Section 13’s new authorization of administrative subpoenas for structuring poses significant due process concerns. It is a sweeping grant of new federal law enforcement authority, as it would allow the government to go on fishing expeditions rather than obtaining a warrant from a judge based on probable cause or other appropriate judicial order. 18 U.S.C. § 3486, which this section would amend, currently limits this administrative subpoena power to investigations of federal healthcare fraud, sexual exploitation or abuse of children, unregistered sex offenders, or threats against a person under Secret Service protection. Section 13 expands this provision to cover a host of new criminal offenses, circumventing Fourth Amendment protections. In addition, it expands 18 U.S.C. § 3486 to only require that a subpoena “relate” to an investigation of the specified offenses, which could be read by the government to issue subpoenas in investigations that extend beyond the enumerated crimes. Moreover, it expands the grounds to delay notice to individuals targeted by such subpoenas, further undermining critical due process protections. This is a new sweeping grant of authority to federal law enforcement that is unwarranted and comes with insufficient procedural protections. It also moves in the opposite direction of the current movement toward reform of federal forfeiture laws, as it would instigate increased forfeiture by allowing the government to launch investigations of “criminal or civil forfeiture based on an offense enumerated in this subparagraph.”
Sections 17 and 18 create brand new criminal offenses for concealing even a single material fact from a financial institution regarding the ownership or control of an account or assets held in an account. There are already thousands upon thousands of federal criminal laws and these new crimes are unnecessary and duplicative. This is already effectively enforced under the civil, criminal, and administrative law regime surrounding the Bank Secrecy Act and its numerous anti-money laundering requirements, including the Know Your Customer Rule. Additionally, numerous criminal laws already exist that criminalize making false statements to a financial institution, including 18 U.S.C. § 1014 and 18 U.S.C. § 1344. The penalties of 10 years in prison and a fine of up to $1 million are also punitive and excessive. Creating new crimes with overly harsh sentences to cover this conduct will only contribute to charge stacking and overincarceration.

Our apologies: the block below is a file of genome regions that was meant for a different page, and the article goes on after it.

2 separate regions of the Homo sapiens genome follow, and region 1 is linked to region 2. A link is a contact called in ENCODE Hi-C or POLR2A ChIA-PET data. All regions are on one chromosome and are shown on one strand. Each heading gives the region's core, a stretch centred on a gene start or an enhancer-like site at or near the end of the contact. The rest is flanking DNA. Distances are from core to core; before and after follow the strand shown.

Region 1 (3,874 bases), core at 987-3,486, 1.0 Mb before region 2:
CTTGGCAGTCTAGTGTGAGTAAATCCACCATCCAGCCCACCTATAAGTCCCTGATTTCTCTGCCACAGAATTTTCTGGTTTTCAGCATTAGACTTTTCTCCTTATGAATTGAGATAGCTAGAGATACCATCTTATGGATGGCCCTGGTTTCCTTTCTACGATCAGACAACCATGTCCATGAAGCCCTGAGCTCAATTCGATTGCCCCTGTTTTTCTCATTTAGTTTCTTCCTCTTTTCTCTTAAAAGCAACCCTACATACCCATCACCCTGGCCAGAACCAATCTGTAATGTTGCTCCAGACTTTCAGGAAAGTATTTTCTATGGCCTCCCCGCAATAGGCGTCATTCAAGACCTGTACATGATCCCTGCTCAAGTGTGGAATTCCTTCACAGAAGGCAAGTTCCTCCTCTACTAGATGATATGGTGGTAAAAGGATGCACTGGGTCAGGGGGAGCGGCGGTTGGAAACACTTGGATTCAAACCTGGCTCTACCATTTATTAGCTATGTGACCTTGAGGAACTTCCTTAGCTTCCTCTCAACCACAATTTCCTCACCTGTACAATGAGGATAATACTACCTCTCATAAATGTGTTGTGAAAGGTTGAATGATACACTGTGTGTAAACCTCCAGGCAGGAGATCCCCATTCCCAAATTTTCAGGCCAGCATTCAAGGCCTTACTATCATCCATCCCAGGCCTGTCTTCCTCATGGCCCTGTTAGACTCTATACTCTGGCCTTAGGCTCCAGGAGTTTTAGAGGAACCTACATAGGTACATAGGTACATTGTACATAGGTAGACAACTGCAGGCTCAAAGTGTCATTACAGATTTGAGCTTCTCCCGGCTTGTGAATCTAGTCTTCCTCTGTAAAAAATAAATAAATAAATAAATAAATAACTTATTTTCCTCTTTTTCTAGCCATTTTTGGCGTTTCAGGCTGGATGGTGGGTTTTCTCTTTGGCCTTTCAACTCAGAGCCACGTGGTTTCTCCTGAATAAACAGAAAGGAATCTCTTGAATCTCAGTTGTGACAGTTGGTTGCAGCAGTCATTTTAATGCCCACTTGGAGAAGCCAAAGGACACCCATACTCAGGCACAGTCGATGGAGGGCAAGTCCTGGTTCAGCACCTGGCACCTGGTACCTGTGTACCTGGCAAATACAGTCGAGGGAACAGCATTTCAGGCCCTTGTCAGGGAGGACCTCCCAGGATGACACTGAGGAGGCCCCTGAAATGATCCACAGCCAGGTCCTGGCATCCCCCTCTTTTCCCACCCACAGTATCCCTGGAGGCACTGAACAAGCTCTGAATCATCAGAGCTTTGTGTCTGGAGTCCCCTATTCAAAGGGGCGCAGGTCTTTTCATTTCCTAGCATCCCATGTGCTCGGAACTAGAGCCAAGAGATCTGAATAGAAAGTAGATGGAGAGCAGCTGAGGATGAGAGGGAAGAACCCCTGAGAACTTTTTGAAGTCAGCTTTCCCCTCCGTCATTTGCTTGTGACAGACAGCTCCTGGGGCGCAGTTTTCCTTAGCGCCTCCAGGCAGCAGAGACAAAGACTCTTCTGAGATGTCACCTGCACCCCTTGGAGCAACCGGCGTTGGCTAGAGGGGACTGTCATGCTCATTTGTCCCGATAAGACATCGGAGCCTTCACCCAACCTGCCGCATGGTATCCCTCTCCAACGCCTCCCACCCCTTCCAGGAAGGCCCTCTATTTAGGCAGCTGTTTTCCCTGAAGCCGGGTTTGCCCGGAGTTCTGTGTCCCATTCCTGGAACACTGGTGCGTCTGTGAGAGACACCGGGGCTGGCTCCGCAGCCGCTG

Finally, Sections 13, 14, 17, and 18 provide new avenues for federal law enforcement to pursue civil forfeiture. Federal forfeiture laws are already sweeping and overly broad, often unjustly target innocent property owners, subvert the traditional burden of proof between the government and the accused, and have been widely criticized as unfair and unjust by groups across the political spectrum. They also have been shown to have no positive impact on reducing criminal activity.
While we understand that the Combating Money Laundering, Terrorist Financing, and Counterfeiting Act is well-intentioned, we are concerned that it would create new and unnecessary federal criminal laws, contribute to overly long and harsh sentencing, and weaken due process protections. For the foregoing reasons, we urge you to oppose the bill.
If you have further questions, feel free to contact Nathan Pysno, Director of Economic Crime and Procedural Justice at the National Association of Criminal Defense Lawyers, at 202-465-7627 or firstname.lastname@example.org.
American Civil Liberties Union
Drug Policy Alliance
Human Rights Watch
The Leadership Conference on Civil and Human Rights
National Association of Federal Defenders
The Sentencing Project